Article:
For the past two weeks me and Steve have been working with Manifest.AR, a collective of AR artists, on an exhibit to be shown at FACT in February 2013. The exhibit has been commissioned as part of the ARtSENSE project which we work on.
I am one of the organisers for a workshop event at ICMI 2012 entitled “BCI Grand Challenges.” The deadline for submissions was this coming Friday (15th) but has now been extended until the 30th June. Full details are below.
With regards to the development of physiological computing systems, whether they are BCI applications or fall into the category of affective computing, there seems (to me) to be two distinct types of research community at work. The first (and oldest) community are university-based academics, like myself, doing basic research on measures, methods and prototypes with the primary aim of publishing our work in various conferences and journals. For the most part, we are a mixture of psychologists, computer scientists and engineers, many of whom have an interest in human-computer interaction. The second community formed around the availability of commercial EEG peripherals, such as the Emotiv and Neurosky. Some members of this community are academics and others are developers, I suspect many are dedicated gamers. They are looking to build applications and hacks to embellish interactive experience with a strong emphasis on commercialisation.
There are many differences between the two groups. My own academic group is ‘old-school’ in many ways, motivated by research issues and defined by the usual hierarchies associated with specialisation and rank. The newer group is more inclusive (the tag-line on the NeuroSky site is “Brain Sensors for Everyone”); they basically want to build stuff and preferably sell it.
Way back in February, Kiel and I did an event called Body Lab in conjunction with our LJMU colleagues at OpenLabs. The idea for this event originated in a series of conversations between ourselves and OpenLabs about our mutual interest in digital health. The brief of OpenLabs is to “support local creative technology companies to develop new products and services that capitalise upon global opportunities.” Their interest in our work on physiological computing was to put this idea out among their community of local creatives and digital types.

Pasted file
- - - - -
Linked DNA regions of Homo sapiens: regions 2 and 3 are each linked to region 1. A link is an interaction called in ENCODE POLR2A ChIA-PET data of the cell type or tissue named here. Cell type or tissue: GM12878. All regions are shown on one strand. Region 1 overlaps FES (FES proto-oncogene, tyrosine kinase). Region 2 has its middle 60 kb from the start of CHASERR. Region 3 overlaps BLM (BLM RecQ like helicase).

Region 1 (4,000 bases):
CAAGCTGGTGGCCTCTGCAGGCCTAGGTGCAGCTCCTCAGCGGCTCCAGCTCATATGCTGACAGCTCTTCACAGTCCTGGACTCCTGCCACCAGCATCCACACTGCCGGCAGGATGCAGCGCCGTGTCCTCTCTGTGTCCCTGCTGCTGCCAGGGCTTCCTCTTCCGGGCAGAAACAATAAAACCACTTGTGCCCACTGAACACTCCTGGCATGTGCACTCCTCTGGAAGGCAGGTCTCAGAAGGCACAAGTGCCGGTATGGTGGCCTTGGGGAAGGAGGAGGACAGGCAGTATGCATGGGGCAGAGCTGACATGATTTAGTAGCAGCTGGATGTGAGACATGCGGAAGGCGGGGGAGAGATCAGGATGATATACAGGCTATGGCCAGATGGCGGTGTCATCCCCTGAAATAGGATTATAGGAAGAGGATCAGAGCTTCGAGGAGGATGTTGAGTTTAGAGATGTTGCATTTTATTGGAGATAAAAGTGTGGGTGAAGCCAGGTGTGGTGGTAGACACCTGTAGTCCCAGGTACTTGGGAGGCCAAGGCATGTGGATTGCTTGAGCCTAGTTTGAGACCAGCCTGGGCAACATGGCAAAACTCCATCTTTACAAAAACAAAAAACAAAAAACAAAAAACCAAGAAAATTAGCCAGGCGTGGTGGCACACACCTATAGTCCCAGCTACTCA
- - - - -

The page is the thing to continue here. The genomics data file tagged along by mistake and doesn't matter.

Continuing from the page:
I was initially apprehensive about wisdom of this event. I’m quite used to talking about our work with others from the research community, from both the commercial and academic side – what makes me slightly uncomfortable is talking about possible implementations because I feel the available sensor apparatus and other tools are not so advanced. I was also concerned about whether doing a day-long event on this topic would pull in a sufficient number of participants – what we do has always felt very “niche” in my view. Anyhow, some smooth-talking from Jason Taylor (our OpenLabs contact) and a little publicity in the form of this short podcast convinced that we should give it our best shot.
The biocybernetic loop is the underlying mechanic behind physiological interactive systems. It describes how physiological information is to be collected from a user, analysed and subsequently translated into a response at the system interface. The most common manifestation of the biocybernetic loop can be seen in traditional biofeedback therapies, whereby the physiological signal is represented as a reflective numeric or graphic (i.e. representation changes in real-time to the signal).
In the 90′s a team at NASA published a paper that introduced a new take on the traditional biocybernetic loop format, that of biocybernetic adaptation, whereby physiological information is used to adapt the system the user is interacting with and not merely reflect it. In this instance the team had implemented a pilot simulator that used measures of EEG to control the auto-pilot status with the intent to regulate pilot attentiveness.